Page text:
When you’re grieving the loss of someone you love, the last thing you need is all these legal tasks on your plate and all the dread of a potential legal problem hanging over you. 

Probate Is Expensive, In More Ways Than One.

There are a lot of financial costs that go into probating an estate. First there are the filing fees – depending on what county you live in, these can vary, but to start probate you have to file the will and file a petition to open probate (and pay to do so). 

There are also publication fees; any time there is a hearing, or notices need to be made, the notices have to be published in a newspaper. This may happen three or four different times during the course of probate, and depending on the newspaper and specific situation, it could cost upwards of $100 each time to publish. 

There’s the cost of postage – in order to notify beneficiaries and creditors, you may have to send certified U.S. mail, which can cost between $7 – $9 or more per piece of mail sent. 

There are also realtor fees, title company fees, auctioneer fees, appraisal fees, and more that need to be paid to professionals who have to assist with certain parts of the probate process. In addition, there are attorney fees, if you are using an attorney (which is highly recommended in order to cut down on time and save on other types of probate fees, as well as cut down on your stress level since probate lawyers are familiar with the process). 

Before you get too worried, these fees will most likely come out of the estate’s remaining assets. However, the more money probate costs, the less money is left to you and the other beneficiaries as an inheritance.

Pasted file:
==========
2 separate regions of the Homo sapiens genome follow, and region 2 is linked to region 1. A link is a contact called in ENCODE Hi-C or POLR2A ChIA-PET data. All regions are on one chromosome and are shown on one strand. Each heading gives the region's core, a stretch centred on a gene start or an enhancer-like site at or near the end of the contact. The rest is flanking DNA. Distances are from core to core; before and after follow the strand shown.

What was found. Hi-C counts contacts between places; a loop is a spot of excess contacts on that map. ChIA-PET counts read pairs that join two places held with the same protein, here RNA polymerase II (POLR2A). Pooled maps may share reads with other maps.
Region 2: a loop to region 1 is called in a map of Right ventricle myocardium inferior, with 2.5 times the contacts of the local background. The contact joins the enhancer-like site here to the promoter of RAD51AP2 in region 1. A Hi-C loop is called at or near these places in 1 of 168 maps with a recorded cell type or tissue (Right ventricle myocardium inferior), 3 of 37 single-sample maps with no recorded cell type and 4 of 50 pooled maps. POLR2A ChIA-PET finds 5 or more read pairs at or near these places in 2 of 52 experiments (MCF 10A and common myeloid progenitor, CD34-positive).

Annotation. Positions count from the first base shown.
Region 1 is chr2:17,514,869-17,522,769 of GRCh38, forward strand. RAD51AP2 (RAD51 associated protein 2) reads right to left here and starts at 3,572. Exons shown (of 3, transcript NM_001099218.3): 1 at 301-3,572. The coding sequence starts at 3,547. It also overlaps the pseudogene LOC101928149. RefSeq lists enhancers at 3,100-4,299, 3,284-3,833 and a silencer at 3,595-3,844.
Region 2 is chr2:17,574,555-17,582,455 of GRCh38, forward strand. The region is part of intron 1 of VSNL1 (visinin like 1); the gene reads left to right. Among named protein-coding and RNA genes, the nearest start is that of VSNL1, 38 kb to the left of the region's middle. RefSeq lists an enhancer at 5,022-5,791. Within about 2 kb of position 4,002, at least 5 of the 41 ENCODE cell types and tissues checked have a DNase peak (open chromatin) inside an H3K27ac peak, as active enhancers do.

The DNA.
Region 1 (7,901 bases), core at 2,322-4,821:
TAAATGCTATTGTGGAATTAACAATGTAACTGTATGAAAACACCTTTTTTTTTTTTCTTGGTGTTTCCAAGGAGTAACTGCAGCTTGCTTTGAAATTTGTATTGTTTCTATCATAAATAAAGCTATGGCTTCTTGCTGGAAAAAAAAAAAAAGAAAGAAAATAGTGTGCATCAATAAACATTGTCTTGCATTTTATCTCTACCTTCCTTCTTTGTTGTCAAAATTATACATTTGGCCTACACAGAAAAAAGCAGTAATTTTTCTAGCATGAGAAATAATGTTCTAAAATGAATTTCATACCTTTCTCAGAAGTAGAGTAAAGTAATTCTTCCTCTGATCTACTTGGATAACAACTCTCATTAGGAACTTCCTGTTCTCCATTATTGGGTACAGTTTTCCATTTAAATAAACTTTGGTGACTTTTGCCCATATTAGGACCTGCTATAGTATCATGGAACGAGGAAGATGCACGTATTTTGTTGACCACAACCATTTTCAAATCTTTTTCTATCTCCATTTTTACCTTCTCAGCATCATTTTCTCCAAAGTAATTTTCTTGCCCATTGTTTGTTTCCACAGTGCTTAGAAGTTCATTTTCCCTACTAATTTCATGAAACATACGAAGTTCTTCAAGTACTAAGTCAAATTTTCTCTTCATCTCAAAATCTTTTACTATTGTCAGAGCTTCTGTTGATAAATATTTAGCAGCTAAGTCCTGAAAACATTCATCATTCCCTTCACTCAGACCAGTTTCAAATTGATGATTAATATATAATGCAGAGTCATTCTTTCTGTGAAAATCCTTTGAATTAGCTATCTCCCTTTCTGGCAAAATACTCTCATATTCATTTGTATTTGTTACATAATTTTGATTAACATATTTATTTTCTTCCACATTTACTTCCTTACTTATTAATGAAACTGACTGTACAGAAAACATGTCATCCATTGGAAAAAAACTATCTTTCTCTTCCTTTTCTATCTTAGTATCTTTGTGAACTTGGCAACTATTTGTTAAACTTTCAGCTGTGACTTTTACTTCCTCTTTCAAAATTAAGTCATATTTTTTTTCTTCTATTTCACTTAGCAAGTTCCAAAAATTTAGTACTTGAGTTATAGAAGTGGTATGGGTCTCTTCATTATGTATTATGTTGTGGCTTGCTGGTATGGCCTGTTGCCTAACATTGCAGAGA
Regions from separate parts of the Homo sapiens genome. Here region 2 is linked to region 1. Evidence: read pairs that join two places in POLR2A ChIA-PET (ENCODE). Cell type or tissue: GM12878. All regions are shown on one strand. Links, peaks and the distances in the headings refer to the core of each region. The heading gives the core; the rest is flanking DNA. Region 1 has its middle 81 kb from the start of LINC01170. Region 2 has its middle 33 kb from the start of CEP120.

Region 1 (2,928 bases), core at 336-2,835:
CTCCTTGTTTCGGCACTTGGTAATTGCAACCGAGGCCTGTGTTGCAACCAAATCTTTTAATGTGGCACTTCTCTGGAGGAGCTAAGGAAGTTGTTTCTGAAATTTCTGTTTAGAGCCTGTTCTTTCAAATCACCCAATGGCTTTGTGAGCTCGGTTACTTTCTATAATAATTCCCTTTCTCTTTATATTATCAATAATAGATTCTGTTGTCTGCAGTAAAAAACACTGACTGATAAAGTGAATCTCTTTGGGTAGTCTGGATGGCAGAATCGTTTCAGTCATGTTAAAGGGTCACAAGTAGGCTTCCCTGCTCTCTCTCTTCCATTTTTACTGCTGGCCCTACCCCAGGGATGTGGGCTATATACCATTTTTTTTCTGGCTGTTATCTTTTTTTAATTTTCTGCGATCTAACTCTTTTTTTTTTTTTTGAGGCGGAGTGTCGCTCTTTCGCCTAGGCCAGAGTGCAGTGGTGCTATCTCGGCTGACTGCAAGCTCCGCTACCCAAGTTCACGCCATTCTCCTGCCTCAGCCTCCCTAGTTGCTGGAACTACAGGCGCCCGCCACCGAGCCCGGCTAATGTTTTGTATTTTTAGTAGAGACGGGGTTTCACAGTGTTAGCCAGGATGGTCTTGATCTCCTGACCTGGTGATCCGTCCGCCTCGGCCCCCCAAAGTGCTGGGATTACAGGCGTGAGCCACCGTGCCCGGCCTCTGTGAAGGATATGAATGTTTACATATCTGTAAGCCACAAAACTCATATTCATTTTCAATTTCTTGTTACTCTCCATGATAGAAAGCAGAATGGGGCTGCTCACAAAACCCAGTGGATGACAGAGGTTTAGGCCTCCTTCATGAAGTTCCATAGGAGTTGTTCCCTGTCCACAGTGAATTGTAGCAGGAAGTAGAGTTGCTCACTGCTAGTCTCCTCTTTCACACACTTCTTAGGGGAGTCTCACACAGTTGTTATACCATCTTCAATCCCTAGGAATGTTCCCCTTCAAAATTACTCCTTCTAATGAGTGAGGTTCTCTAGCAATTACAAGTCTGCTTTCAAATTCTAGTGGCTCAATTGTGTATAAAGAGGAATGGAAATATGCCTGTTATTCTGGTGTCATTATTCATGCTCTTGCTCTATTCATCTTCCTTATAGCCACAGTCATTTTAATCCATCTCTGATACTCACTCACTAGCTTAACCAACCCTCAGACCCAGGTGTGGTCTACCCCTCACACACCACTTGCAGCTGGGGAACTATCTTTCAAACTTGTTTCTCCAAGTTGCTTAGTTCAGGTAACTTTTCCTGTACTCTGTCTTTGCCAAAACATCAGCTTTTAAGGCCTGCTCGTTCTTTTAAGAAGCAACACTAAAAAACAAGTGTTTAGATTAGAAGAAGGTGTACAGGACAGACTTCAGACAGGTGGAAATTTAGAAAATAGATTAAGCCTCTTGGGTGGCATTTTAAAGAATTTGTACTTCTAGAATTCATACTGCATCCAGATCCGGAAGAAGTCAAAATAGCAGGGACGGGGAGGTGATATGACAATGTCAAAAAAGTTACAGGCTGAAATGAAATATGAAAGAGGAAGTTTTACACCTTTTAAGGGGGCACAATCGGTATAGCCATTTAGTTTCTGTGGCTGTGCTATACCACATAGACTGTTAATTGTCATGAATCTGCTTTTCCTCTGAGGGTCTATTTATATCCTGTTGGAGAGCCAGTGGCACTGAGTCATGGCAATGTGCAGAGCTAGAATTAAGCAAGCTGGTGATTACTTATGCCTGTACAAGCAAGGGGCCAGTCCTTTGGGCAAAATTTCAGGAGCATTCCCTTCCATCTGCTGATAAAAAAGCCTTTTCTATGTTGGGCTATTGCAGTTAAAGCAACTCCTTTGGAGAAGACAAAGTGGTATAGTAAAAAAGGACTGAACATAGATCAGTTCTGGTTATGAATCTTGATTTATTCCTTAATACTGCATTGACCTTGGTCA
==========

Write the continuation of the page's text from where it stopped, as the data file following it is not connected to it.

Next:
How To Avoid Probate

Probate, as we said, isn’t fun. If you’ve already lost a loved one, there may not be much that can be done post-death to prevent the process from occurring; your best course of action would be o ctonsult with a local Florida probate lawyer who can explain your options and guide you to the quickest, most cost-effective resolution possible. You may be eligible for a simplified form of probate, which a lawyer can tell you about. 

However, there are many things you can do right now to avoid your family from having to navigate probate when you eventually pass away. You can secure assets in a trust, so they won’t have to psas through probate. You can change assets to be owned in joint tenancy with someone else. You can ensure that your will is up-to-date, compliant with state laws, and matches beneficiary designations on your life insurance, bank, and retirement accounts. You can get a comprehensive estate plan in place so your family will know exactly what to do if anything happens to you.

At Elder Law, P.A., we help Florida seniors and other individuals and families get peace of mind for the future by avoiding probate and its drawbacks. Our attorneys work diligently to ensure that our clients – and everyone/everything that matters most to them – is protected, both now and in the future. Call today to book a free consultation and learn more!